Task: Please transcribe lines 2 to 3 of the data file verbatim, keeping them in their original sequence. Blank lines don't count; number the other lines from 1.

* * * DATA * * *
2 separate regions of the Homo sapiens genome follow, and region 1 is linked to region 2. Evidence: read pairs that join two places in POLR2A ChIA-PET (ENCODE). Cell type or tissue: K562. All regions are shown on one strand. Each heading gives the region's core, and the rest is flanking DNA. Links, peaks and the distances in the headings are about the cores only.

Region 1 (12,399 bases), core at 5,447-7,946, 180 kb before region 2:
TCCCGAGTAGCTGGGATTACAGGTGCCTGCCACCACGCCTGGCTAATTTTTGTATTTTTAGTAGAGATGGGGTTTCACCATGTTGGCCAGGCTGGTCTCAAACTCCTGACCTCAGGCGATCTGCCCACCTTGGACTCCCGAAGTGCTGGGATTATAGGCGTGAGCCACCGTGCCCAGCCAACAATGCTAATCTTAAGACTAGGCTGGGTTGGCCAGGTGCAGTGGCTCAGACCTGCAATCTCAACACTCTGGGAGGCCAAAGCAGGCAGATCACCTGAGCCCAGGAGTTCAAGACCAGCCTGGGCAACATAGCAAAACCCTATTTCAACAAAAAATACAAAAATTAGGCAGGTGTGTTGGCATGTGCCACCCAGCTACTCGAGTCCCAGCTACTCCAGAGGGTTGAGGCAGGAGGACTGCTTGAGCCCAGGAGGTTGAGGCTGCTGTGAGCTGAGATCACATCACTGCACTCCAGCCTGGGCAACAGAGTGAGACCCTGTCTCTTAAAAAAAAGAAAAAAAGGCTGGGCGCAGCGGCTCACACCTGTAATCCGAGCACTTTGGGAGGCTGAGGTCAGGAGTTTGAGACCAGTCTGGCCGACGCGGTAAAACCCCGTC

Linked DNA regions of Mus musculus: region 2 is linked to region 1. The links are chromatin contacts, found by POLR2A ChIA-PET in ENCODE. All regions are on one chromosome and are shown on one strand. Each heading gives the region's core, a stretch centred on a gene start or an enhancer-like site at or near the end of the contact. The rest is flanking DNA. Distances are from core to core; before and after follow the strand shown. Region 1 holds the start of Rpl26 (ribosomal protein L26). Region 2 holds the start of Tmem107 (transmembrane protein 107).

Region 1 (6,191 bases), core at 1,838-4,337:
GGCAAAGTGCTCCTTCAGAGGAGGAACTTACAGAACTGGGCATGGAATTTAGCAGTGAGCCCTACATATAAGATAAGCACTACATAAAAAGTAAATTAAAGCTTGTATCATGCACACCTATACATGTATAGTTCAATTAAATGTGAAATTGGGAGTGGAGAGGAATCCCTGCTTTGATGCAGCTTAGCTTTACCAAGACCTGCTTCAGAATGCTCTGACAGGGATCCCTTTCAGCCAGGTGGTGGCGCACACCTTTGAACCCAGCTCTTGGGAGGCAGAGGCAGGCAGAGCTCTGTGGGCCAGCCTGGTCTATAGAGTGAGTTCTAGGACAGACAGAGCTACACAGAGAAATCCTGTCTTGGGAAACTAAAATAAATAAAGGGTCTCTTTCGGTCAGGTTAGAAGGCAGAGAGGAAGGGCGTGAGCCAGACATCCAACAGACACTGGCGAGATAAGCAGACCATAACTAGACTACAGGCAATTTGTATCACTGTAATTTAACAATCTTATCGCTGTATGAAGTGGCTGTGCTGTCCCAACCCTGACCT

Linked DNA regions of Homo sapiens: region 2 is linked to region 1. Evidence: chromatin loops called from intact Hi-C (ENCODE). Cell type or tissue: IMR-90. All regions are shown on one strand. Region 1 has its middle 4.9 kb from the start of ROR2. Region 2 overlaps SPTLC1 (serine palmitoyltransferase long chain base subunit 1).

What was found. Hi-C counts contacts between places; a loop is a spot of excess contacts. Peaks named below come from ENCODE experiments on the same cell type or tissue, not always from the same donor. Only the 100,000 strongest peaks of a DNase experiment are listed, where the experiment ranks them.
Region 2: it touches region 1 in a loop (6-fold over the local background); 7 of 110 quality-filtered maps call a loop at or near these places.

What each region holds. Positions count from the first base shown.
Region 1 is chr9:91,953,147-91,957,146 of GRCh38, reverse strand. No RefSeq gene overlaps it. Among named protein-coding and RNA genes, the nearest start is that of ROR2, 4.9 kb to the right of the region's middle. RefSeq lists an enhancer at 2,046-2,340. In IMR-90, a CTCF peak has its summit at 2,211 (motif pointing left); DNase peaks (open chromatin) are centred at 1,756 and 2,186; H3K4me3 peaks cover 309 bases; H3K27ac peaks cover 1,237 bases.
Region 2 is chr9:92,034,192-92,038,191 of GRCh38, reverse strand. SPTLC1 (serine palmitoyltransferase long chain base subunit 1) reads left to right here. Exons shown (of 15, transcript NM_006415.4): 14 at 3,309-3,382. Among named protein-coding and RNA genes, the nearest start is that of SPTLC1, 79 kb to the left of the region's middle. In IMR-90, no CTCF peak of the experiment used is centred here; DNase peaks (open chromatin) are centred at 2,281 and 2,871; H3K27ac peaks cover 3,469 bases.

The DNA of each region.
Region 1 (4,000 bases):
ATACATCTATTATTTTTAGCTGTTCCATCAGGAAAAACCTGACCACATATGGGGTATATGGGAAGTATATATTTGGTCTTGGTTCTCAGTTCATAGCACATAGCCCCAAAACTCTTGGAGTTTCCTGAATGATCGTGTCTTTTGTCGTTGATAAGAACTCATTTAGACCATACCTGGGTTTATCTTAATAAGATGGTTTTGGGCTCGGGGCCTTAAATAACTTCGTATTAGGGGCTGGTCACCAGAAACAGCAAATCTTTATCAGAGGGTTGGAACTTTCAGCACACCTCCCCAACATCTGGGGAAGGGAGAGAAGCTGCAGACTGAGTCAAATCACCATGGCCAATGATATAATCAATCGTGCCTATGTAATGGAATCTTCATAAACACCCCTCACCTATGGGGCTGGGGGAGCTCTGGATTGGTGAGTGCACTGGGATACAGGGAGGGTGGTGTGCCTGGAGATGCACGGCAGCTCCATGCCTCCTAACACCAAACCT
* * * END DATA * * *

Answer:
Region 1 (12,399 bases), core at 5,447-7,946, 180 kb before region 2:
TCCCGAGTAGCTGGGATTACAGGTGCCTGCCACCACGCCTGGCTAATTTTTGTATTTTTAGTAGAGATGGGGTTTCACCATGTTGGCCAGGCTGGTCTCAAACTCCTGACCTCAGGCGATCTGCCCACCTTGGACTCCCGAAGTGCTGGGATTATAGGCGTGAGCCACCGTGCCCAGCCAACAATGCTAATCTTAAGACTAGGCTGGGTTGGCCAGGTGCAGTGGCTCAGACCTGCAATCTCAACACTCTGGGAGGCCAAAGCAGGCAGATCACCTGAGCCCAGGAGTTCAAGACCAGCCTGGGCAACATAGCAAAACCCTATTTCAACAAAAAATACAAAAATTAGGCAGGTGTGTTGGCATGTGCCACCCAGCTACTCGAGTCCCAGCTACTCCAGAGGGTTGAGGCAGGAGGACTGCTTGAGCCCAGGAGGTTGAGGCTGCTGTGAGCTGAGATCACATCACTGCACTCCAGCCTGGGCAACAGAGTGAGACCCTGTCTCTTAAAAAAAAGAAAAAAAGGCTGGGCGCAGCGGCTCACACCTGTAATCCGAGCACTTTGGGAGGCTGAGGTCAGGAGTTTGAGACCAGTCTGGCCGACGCGGTAAAACCCCGTC